Shaken out colony not dispersing.

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Joined
Jan 16, 2017
Messages
815
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Location
Lincolnshire, UK
Hive Type
National
Number of Hives
2
Two of the four colonies at home have become drone layers over winter so I shook them out into the long grass 10m in front of one of the other hives on Saturday (2 days ago).

Having not found and dispatched the queens they clumped together in the weeds looking miserable. I took pity on them and put a nuc box with some part drawn frames over them, no floor, and had a look through them yesterday. Found one queen and squished her. moved the box next to a colony I want them to join.

Today, had a look through, can't find the other queen and there are still a good number of bees present. Some of the bees may be 3 months old (supercedure cell found from last Oct/Nov) but could have a few weeks to make a contribution to another colony.

Should I have just left them on the ground?
 
What temperature was the ground/long grass?
K 🤔
18degC here yesterday and windy. If I hadn't put a box over them they would be a soggy clump of bees after the rain.
Expected them to thin out after I removed the queen yesterday. I suppose she could have laid an egg which would give them hope.
 
Two of the four colonies at home have become drone layers over winter so I shook them out into the long grass 10m in front of one of the other hives on Saturday (2 days ago).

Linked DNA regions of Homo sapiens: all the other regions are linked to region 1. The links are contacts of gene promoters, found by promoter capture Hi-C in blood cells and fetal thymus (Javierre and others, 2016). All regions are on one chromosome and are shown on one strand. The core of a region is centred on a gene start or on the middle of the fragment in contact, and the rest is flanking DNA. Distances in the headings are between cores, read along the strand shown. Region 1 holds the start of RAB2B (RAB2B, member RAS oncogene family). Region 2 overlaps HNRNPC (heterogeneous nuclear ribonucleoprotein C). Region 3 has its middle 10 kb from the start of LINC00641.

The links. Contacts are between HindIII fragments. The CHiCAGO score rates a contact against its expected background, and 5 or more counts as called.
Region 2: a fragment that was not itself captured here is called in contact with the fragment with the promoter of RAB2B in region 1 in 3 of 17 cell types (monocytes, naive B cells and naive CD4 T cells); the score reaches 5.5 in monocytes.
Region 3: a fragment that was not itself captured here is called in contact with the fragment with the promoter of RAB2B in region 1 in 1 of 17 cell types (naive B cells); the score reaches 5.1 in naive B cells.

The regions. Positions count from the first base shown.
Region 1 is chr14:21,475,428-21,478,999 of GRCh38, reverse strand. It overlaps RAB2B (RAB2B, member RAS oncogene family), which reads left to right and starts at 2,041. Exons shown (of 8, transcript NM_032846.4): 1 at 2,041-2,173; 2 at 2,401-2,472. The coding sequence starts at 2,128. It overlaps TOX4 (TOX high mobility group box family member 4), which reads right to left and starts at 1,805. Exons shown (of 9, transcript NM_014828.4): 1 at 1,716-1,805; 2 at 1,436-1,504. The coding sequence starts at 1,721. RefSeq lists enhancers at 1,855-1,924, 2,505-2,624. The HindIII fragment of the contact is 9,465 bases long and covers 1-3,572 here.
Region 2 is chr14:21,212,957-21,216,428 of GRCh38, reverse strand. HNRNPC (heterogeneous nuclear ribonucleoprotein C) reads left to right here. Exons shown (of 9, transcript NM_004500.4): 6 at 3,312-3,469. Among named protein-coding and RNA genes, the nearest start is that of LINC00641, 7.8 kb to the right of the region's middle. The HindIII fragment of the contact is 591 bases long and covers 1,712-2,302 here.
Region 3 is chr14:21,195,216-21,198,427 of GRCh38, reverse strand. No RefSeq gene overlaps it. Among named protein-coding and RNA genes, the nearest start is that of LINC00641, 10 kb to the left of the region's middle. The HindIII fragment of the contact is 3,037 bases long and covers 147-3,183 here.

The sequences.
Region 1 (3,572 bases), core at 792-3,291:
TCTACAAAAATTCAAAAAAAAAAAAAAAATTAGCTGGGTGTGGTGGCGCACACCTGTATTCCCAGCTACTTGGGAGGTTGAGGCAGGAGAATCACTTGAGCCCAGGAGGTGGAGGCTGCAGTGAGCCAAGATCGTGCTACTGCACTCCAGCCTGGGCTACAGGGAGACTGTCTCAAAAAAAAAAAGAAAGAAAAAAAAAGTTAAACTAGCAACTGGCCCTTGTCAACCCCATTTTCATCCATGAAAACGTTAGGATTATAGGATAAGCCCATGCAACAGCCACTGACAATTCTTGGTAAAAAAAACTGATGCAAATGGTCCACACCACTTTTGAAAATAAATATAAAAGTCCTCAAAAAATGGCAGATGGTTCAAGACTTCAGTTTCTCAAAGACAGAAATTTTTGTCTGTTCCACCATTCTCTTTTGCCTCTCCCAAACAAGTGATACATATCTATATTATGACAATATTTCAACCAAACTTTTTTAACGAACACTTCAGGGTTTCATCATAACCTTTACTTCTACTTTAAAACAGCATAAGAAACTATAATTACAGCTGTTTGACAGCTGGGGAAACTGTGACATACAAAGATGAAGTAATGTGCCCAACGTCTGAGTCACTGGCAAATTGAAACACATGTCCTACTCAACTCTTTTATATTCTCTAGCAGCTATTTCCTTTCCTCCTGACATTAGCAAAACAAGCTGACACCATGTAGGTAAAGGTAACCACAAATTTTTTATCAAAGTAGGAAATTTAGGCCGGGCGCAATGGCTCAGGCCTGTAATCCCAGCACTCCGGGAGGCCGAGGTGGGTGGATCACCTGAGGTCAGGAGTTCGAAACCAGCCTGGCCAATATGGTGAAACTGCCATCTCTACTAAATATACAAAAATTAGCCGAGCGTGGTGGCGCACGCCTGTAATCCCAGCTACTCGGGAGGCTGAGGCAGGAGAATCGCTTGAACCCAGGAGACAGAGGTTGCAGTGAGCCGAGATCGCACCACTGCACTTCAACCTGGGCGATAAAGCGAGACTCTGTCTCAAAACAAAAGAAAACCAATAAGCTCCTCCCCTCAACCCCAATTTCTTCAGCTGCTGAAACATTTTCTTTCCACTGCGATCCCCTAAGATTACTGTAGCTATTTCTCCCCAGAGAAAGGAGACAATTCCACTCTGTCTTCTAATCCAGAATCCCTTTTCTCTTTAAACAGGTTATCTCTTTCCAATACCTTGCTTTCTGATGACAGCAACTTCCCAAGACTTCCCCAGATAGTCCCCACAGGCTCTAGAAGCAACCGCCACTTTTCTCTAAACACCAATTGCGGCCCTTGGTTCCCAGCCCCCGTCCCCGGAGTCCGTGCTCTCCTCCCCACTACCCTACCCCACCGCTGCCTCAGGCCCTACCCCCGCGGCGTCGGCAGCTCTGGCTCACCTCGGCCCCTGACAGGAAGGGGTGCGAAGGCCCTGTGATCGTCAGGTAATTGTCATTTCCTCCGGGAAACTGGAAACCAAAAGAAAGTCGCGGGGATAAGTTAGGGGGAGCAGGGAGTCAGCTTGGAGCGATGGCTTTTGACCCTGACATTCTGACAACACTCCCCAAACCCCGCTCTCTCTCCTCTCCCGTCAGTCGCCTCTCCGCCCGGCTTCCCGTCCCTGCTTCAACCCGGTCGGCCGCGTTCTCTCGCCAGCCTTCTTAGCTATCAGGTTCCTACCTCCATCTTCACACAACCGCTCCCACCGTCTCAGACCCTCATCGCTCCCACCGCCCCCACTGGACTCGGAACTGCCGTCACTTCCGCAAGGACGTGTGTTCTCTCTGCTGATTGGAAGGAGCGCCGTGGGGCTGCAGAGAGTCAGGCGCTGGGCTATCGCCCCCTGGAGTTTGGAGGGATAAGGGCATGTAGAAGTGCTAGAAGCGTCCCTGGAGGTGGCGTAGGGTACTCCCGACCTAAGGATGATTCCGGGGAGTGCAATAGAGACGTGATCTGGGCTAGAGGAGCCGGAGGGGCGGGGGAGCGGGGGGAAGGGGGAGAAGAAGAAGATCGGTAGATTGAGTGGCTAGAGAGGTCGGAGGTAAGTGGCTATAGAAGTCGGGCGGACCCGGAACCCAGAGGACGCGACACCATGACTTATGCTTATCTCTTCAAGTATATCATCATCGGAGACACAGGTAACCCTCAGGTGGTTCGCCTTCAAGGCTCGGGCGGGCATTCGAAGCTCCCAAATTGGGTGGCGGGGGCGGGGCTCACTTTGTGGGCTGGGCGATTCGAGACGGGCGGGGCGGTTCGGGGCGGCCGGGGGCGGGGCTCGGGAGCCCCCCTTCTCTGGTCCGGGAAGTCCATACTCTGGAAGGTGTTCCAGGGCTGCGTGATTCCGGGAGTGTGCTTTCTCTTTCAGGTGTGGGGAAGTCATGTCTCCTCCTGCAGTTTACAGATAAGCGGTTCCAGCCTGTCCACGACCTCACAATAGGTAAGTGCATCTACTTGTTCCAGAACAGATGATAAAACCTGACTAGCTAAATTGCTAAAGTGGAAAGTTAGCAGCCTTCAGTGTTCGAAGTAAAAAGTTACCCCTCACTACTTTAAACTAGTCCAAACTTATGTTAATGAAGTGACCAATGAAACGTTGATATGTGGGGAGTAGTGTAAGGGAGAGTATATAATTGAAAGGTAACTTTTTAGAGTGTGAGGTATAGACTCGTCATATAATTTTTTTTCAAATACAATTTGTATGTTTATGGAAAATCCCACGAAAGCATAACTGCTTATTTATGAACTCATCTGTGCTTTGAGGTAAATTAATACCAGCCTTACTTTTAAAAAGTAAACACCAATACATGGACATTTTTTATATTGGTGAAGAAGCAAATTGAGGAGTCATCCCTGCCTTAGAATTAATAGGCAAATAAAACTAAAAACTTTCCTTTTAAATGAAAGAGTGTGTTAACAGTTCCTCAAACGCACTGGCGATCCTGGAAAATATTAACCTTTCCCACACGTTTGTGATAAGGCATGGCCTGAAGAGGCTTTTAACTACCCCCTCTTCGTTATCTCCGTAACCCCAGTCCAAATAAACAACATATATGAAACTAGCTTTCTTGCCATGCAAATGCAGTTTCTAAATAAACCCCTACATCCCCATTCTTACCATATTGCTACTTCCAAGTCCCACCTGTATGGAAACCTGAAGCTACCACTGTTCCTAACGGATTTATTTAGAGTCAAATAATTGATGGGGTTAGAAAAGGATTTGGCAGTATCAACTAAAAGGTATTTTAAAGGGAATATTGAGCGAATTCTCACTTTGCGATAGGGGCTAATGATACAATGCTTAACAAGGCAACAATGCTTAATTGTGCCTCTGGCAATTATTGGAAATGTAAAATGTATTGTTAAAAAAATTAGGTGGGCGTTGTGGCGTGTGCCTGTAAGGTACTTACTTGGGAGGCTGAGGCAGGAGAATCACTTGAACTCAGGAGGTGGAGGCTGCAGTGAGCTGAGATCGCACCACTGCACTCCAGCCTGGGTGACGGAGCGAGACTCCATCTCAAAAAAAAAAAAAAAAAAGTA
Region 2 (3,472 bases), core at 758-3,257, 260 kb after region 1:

Having not found and dispatched the queens they clumped together in the weeds looking miserable. I took pity on them and put a nuc box with some part drawn frames over them, no floor, and had a look through them yesterday. Found one queen and squished her. moved the box next to a colony I want them to join.

Today, had a look through, can't find the other queen and there are still a good number of bees present. Some of the bees may be 3 months old (supercedure cell found from last Oct/Nov) but could have a few weeks to make a contribution to another colony.

Should I have just left them on the ground?
It would have been better to remove the DLQ and unite the colonies with another using newspaper 🙈
 
A DLQ colony isn't worth to much effort as the bees will mainly be older bees so will soon die off, also one can't be sure of laying workers as well. I personally don't bother uniting DLQ colonies , I leave them to peter out or dump them out some distance away.

I left one of my DLQ colonies to peter out last year (approx. , 1000 remaining) they were usurped by a swarm who dispatched them all .
 
A DLQ colony isn't worth to much effort as the bees will mainly be older bees so will soon die off, also one can't be sure of laying workers as well. I personally don't bother uniting DLQ colonies , I leave them to peter out or dump them out some distance away.

I left one of my DLQ colonies to peter out last year (approx. , 1000 remaining) they were usurped by a swarm who dispatched them all .
DSCF20240411-02-small.jpg